When the guests begin exploring the house, the film makes a brilliant use of light and shade to bring about some interesting scares, like Nora's encounter with the housekeeper in the wine cellar. These tricks may now be as old as they come, but in a film like this which prizes atmosphere over cheap shocks, they work particularly well. Same too for the bloody spots on her hand that plagues newspaper columunist Ruth throughout the film, followed around by a bloodstained ceiling. Ghostly apparitions appear at windows, walls give way for people to fall through them and dead bodies move about their house seemingly of their own volition.

The soundscape of the film is also very effective, relying on thunderclaps to punctuate some of the more dramatic scenes towards the climax or the noises of the house itself. The macabre tone is also set in the opening moments, a pitch black screen where only terrified screams and maniacal laughter can be heard. Whilst it might not be as effective as it once was in cinema and before audiences became extremely savvy, it's still a cracking way to kick off a film and perfectly establishes the atmosphere moving forward. The score is beautiful too, a low, ominous undercurrent that carries its own clues to the twists in the narrative.

It also helps it enormously that there is a blackly comic sense of humour running throughout the film, largely down to the performances. Vincent Price is as reliable as ever as the overseer of the proceedings, convinced his wife is after his millions whilst Carol Ohmart as Annabelle is wonderful in opposition to him, trading barb for barb. Carolyn Craig also exhibits a magnificent capacity for screaming as the poor, maligned Nora, the target for much of the ghostly goings on in the film and Elisha Cook's Pritchard dispenses ominous warnings with ease.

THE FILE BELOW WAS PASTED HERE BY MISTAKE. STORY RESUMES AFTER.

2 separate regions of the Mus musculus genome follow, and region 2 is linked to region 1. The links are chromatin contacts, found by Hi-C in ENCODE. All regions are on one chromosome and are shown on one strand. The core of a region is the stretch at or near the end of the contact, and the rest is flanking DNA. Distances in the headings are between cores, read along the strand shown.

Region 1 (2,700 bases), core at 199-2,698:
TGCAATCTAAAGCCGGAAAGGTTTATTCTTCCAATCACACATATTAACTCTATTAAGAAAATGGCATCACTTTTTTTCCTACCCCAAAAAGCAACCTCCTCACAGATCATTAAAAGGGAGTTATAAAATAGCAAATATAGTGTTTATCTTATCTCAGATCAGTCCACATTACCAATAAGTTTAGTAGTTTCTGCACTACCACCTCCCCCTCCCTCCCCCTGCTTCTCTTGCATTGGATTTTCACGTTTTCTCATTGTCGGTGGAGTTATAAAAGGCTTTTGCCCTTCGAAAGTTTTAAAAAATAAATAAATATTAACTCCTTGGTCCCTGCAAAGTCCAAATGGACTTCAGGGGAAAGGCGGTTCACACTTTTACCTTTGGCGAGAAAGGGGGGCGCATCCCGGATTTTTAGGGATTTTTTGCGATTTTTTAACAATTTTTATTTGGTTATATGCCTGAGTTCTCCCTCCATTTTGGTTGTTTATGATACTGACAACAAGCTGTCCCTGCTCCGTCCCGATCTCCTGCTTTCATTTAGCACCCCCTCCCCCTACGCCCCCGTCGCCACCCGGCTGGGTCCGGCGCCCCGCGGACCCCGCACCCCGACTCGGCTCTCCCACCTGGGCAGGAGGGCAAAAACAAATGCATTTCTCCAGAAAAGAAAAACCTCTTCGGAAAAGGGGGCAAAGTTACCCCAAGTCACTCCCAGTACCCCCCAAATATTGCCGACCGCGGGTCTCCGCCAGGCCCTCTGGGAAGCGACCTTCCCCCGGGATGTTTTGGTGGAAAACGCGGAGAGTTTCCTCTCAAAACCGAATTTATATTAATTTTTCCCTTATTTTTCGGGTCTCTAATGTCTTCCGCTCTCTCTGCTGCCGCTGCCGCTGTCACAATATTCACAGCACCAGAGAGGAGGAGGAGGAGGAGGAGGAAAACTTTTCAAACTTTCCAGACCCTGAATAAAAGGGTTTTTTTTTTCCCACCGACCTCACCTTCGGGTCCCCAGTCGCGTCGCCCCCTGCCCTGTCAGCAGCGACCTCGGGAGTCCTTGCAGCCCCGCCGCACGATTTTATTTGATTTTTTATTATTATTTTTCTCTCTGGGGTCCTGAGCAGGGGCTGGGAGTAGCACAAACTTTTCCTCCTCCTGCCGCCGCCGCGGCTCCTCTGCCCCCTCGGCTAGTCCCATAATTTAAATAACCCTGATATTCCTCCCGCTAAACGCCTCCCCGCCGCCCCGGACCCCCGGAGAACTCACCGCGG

There are a couple of moments in which it shows its age, particularly in some of the special effects and recycled shots used. There's also a scene in which it takes an absolute age for a death to come about, one that could have easily been escaped from. However, it's these little bits that add to the charm of it all. House on Haunted Hill may be 55 years old, but it has lost none of its bite over the years, producing a chilling, blackly comic and at times, pretty unnerving film. Remember kids, if Vincent Price invites you over to stay, politely decline and run away.